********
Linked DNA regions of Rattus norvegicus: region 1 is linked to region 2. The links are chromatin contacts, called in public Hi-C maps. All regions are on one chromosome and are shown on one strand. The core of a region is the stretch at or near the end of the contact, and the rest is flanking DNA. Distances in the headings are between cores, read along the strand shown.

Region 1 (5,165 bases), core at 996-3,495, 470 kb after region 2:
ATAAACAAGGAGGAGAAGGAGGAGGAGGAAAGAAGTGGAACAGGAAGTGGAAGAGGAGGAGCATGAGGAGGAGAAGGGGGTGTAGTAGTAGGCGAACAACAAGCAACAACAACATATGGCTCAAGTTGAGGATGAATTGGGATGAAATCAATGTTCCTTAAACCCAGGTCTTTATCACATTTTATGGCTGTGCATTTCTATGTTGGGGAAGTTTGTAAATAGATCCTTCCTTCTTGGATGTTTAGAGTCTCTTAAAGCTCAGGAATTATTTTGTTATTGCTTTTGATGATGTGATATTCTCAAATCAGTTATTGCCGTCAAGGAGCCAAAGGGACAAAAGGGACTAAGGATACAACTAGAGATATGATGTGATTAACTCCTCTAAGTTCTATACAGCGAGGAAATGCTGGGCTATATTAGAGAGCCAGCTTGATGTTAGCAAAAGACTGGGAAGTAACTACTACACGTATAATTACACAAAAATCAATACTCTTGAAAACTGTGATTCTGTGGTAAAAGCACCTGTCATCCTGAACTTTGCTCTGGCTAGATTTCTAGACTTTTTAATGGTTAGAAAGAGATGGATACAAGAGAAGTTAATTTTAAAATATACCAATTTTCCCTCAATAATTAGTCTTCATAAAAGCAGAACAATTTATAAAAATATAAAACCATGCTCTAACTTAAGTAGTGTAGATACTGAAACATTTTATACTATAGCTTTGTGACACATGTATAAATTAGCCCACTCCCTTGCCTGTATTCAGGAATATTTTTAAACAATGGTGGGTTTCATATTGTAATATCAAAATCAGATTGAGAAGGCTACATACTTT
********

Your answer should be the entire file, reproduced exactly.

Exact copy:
Linked DNA regions of Rattus norvegicus: region 1 is linked to region 2. The links are chromatin contacts, called in public Hi-C maps. All regions are on one chromosome and are shown on one strand. The core of a region is the stretch at or near the end of the contact, and the rest is flanking DNA. Distances in the headings are between cores, read along the strand shown.

Region 1 (5,165 bases), core at 996-3,495, 470 kb after region 2:
ATAAACAAGGAGGAGAAGGAGGAGGAGGAAAGAAGTGGAACAGGAAGTGGAAGAGGAGGAGCATGAGGAGGAGAAGGGGGTGTAGTAGTAGGCGAACAACAAGCAACAACAACATATGGCTCAAGTTGAGGATGAATTGGGATGAAATCAATGTTCCTTAAACCCAGGTCTTTATCACATTTTATGGCTGTGCATTTCTATGTTGGGGAAGTTTGTAAATAGATCCTTCCTTCTTGGATGTTTAGAGTCTCTTAAAGCTCAGGAATTATTTTGTTATTGCTTTTGATGATGTGATATTCTCAAATCAGTTATTGCCGTCAAGGAGCCAAAGGGACAAAAGGGACTAAGGATACAACTAGAGATATGATGTGATTAACTCCTCTAAGTTCTATACAGCGAGGAAATGCTGGGCTATATTAGAGAGCCAGCTTGATGTTAGCAAAAGACTGGGAAGTAACTACTACACGTATAATTACACAAAAATCAATACTCTTGAAAACTGTGATTCTGTGGTAAAAGCACCTGTCATCCTGAACTTTGCTCTGGCTAGATTTCTAGACTTTTTAATGGTTAGAAAGAGATGGATACAAGAGAAGTTAATTTTAAAATATACCAATTTTCCCTCAATAATTAGTCTTCATAAAAGCAGAACAATTTATAAAAATATAAAACCATGCTCTAACTTAAGTAGTGTAGATACTGAAACATTTTATACTATAGCTTTGTGACACATGTATAAATTAGCCCACTCCCTTGCCTGTATTCAGGAATATTTTTAAACAATGGTGGGTTTCATATTGTAATATCAAAATCAGATTGAGAAGGCTACATACTTT